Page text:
Heat limitation should be a particularly relevant limiting factor in individuals with inherently high metabolic heat production, i.e. with an intrinsically high basal metabolic rate (H-BMR). In our previous work on a unique model, mice from two line types, one selected for H-BMR and the other for low basal metabolic rate (L-BMR), we were able to demonstrate a significant positive correlation between parental effort (quantified as pup growth rate and milk output; Sadowska et al., 2013) with BMR (Sadowska et al., 2015a). The differences between the two line types were, however, most prominent when animals at peak lactation were exposed to a temperature lower than that of normal housing conditions (17°C versus 23°C). These earlier studies were not designed to determine whether the higher parental effort of the H-BMR mice was in any way enabled by alleviated heat dissipation limitation, or was simply a manifestation of their higher capabilities of coping with a combined burden of lactation and cold exposure. Here, we designed an experiment that allowed us to increase the mothers’ heat dissipation abilities during the most energetically demanding phase of lactation, while not exposing the pups to low ambient temperatures and thus hampering their growth. To do this, we created experimental litters for each mother by cross-fostering pups to achieve a fixed size of eight pups per litter (with four from the H-BMR and four from L-BMR line type), which allowed us to discriminate between the effects of parental effort of mothers from both line types. This also equalized the maternal effect and equalized the load set on lactating mothers, since pups from both line types may differ in suckling abilities. For the second more demanding week of lactation, we removed the fur from mothers’ dorsal body surface. This would allow the mothers from both line types to: (1) achieve higher thermal conductance even at normal housing temperature (23°C), (2) avoid overheating while increasing food intake and milk production, as assumed by the HDL hypothesis, and (3) raise heavier pups compared with a control group of non-shaved mice (Król et al., 2007; Zhao, 2012; Sadowska et al., 2016). Conversely, if there is no HDL, the increased thermal conductance would impose an additional cost to the mothers, which should be especially noticeable in the L-BMR mice because of their lower capabilities to sustain a high parental effort (Sadowska et al., 2013, 2015a).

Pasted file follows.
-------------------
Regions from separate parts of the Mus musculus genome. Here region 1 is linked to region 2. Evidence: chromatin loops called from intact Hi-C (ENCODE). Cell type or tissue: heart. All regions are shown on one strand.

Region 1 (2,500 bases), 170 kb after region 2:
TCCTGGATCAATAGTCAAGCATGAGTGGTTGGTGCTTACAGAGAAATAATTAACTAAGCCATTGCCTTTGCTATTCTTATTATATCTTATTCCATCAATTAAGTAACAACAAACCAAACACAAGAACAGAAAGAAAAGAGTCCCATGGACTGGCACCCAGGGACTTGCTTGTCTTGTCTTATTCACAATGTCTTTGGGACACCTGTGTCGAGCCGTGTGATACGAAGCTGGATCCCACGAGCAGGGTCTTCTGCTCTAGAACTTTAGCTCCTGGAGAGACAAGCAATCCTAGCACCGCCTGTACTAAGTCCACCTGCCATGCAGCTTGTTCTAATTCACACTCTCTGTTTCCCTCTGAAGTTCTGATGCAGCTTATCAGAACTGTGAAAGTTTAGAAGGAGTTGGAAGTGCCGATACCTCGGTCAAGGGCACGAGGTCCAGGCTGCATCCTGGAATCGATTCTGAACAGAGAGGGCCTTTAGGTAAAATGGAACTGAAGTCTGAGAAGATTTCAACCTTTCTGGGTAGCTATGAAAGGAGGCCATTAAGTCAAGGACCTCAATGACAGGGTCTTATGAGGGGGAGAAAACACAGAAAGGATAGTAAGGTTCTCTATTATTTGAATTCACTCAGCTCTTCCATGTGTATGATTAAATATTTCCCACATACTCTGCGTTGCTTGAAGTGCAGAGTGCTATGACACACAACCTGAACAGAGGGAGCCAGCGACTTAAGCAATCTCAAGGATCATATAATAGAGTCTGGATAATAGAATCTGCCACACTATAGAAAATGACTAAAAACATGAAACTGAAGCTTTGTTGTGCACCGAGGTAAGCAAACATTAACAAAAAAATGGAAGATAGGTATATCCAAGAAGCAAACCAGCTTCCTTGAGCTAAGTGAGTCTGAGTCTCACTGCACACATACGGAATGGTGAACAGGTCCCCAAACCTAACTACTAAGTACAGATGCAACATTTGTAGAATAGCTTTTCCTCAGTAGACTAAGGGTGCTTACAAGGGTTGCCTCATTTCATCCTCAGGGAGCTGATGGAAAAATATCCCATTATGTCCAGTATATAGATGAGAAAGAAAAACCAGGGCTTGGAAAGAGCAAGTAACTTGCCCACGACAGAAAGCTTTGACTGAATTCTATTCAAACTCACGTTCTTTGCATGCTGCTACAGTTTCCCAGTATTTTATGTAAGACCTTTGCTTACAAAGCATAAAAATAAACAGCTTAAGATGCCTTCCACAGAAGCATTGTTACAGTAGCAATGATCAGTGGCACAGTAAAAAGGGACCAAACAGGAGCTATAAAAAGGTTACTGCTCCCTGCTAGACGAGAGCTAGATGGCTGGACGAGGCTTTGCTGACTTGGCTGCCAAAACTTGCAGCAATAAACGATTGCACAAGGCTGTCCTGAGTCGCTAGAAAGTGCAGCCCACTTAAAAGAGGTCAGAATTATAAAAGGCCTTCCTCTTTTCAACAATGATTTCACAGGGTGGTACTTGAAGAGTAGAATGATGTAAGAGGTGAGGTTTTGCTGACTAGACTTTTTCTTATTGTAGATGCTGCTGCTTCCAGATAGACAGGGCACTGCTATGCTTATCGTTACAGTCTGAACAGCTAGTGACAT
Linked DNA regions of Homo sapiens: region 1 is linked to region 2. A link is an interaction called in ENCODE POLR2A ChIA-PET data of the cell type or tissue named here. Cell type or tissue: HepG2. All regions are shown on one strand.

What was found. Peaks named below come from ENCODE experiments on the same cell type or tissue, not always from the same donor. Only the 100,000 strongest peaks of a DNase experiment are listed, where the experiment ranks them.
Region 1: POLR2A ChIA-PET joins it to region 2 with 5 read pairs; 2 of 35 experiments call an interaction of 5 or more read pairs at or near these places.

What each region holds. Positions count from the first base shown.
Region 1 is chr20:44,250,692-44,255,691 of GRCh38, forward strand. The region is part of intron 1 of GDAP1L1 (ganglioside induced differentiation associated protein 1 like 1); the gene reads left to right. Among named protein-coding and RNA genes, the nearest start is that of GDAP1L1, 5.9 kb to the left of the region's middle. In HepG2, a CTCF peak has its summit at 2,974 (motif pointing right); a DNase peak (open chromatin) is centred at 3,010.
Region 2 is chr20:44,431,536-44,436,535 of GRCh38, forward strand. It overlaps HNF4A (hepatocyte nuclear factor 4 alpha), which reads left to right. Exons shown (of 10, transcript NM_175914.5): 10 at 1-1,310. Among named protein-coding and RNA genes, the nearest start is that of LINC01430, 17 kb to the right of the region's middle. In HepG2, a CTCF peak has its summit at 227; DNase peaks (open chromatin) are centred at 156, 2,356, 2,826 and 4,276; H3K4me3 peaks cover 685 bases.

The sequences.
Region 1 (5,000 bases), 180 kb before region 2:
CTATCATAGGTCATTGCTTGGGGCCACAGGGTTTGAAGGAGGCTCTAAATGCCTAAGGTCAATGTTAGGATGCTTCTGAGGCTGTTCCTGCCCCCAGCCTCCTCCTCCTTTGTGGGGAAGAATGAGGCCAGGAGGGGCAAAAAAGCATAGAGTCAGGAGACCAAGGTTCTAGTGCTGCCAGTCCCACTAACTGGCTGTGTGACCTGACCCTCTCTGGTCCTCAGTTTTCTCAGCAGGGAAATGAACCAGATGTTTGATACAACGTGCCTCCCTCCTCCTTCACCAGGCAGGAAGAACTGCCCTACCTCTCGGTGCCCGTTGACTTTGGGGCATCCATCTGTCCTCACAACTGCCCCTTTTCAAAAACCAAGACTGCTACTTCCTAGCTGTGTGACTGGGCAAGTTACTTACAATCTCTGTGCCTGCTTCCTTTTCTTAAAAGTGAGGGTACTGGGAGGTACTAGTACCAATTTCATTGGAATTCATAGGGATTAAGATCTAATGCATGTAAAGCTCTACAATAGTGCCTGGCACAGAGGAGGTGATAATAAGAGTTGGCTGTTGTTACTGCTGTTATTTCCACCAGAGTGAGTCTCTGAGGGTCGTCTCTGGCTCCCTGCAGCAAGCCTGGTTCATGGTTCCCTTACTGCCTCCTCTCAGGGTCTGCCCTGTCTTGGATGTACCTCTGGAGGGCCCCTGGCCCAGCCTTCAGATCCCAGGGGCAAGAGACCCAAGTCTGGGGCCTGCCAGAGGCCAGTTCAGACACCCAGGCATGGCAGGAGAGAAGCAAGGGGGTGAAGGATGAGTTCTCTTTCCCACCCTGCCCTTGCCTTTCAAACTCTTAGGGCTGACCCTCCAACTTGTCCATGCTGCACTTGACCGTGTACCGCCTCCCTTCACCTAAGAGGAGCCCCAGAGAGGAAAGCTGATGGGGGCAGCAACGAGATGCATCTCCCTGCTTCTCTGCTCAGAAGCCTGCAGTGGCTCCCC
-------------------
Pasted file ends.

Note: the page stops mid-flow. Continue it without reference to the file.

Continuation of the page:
MATERIALS AND METHODS

Selection of animals

We used Swiss Webster (Mus musculus) mice from the 50th generation of a long-term selection experiment for divergent levels of BMR. Selection was designed to produce two line types: the H-BMR and L-BMR line type. In each generation, depending on the current reproductive success, we maintain 45–50 families per line type. BMR measurements were carried out at 12 weeks of age. Briefly, BMR was measured in an open respirometry system (after 4 h fasting; FC-10 Oxygen Analyzer, Sable Systems, Las Vegas, NV, USA), during the final 2 h of a 3 h trial at 32°C, a temperature falling within the thermoneutral zone of our mice. The lowest oxygen concentration that did not change by more than 0.01% for at least 4 min was used for BMR calculation. No more than three individuals per family with the highest (H-BMR line) and lowest (L-BMR line) body mass-corrected BMR were chosen as progenitors for further selection and mated outside their families (for details, see Ksia̧żek et al., 2004; Ksia̧żek et al., 2009; Gȩbczyński and Konarzewski, 2009).

Because our selection line types are not replicated, there is always a possibility that the between-line type differences in the traits of interest may be due to genetic drift rather than a genuine effect of artificial selection. To rule out such a possibility, we analysed the between-line type difference in BMR of our mice according to Henderson's guidelines, assuming narrow sense heritability of h2=0.4 for BMR and inbreeding coefficient of F=0.3 for the effective population size of generation F50 (for details see Konarzewski et al., 2005; Sadowska et al., 2015b). BMR of females from H-BMR and L-BMR line types of the F50 generation averaged 69.11±1.83 ml O2 h−1 and 40.77±1.69 O2 h−1, respectively. The between-line type difference in BMR did exceed that expected to arise from genetic drift alone (the difference expressed as a multiple of phenotypic s.d., D=7.82, was much higher than that expected under genetic drift, Ddrift=1.47).

For this study, 79 females (36 H-BMR and 43 L-BMR) that successfully reared one litter were paired outside their families for the second time and placed with males in plastic cages for a 2 week period. Second lactation has been shown to be more effective in terms of milk production; thus, we used animals in their second lactation for this study (Sadowska et al., 2015a). When pregnancy was detectable by an increase in body mass, the males were removed.